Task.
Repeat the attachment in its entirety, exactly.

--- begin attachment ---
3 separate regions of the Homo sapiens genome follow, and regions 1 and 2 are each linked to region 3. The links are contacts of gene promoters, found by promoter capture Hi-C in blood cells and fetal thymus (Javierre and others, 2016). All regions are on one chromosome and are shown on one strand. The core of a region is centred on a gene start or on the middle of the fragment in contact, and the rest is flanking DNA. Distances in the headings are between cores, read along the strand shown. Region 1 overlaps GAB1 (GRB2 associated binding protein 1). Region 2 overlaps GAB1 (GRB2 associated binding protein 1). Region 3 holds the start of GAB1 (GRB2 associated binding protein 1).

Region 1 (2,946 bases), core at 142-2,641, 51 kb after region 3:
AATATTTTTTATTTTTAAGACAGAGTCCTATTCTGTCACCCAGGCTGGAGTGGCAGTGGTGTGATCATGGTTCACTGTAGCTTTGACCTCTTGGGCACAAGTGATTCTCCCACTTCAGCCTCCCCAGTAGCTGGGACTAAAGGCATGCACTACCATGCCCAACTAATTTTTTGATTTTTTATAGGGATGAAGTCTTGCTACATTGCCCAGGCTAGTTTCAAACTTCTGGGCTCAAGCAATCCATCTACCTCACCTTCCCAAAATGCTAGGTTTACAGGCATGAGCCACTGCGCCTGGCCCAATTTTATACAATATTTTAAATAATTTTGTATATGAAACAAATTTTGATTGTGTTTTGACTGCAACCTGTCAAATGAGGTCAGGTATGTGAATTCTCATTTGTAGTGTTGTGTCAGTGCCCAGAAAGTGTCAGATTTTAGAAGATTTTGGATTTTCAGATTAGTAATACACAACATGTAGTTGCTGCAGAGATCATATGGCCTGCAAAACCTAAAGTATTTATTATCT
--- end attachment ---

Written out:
3 separate regions of the Homo sapiens genome follow, and regions 1 and 2 are each linked to region 3. The links are contacts of gene promoters, found by promoter capture Hi-C in blood cells and fetal thymus (Javierre and others, 2016). All regions are on one chromosome and are shown on one strand. The core of a region is centred on a gene start or on the middle of the fragment in contact, and the rest is flanking DNA. Distances in the headings are between cores, read along the strand shown. Region 1 overlaps GAB1 (GRB2 associated binding protein 1). Region 2 overlaps GAB1 (GRB2 associated binding protein 1). Region 3 holds the start of GAB1 (GRB2 associated binding protein 1).

Region 1 (2,946 bases), core at 142-2,641, 51 kb after region 3:
AATATTTTTTATTTTTAAGACAGAGTCCTATTCTGTCACCCAGGCTGGAGTGGCAGTGGTGTGATCATGGTTCACTGTAGCTTTGACCTCTTGGGCACAAGTGATTCTCCCACTTCAGCCTCCCCAGTAGCTGGGACTAAAGGCATGCACTACCATGCCCAACTAATTTTTTGATTTTTTATAGGGATGAAGTCTTGCTACATTGCCCAGGCTAGTTTCAAACTTCTGGGCTCAAGCAATCCATCTACCTCACCTTCCCAAAATGCTAGGTTTACAGGCATGAGCCACTGCGCCTGGCCCAATTTTATACAATATTTTAAATAATTTTGTATATGAAACAAATTTTGATTGTGTTTTGACTGCAACCTGTCAAATGAGGTCAGGTATGTGAATTCTCATTTGTAGTGTTGTGTCAGTGCCCAGAAAGTGTCAGATTTTAGAAGATTTTGGATTTTCAGATTAGTAATACACAACATGTAGTTGCTGCAGAGATCATATGGCCTGCAAAACCTAAAGTATTTATTATCT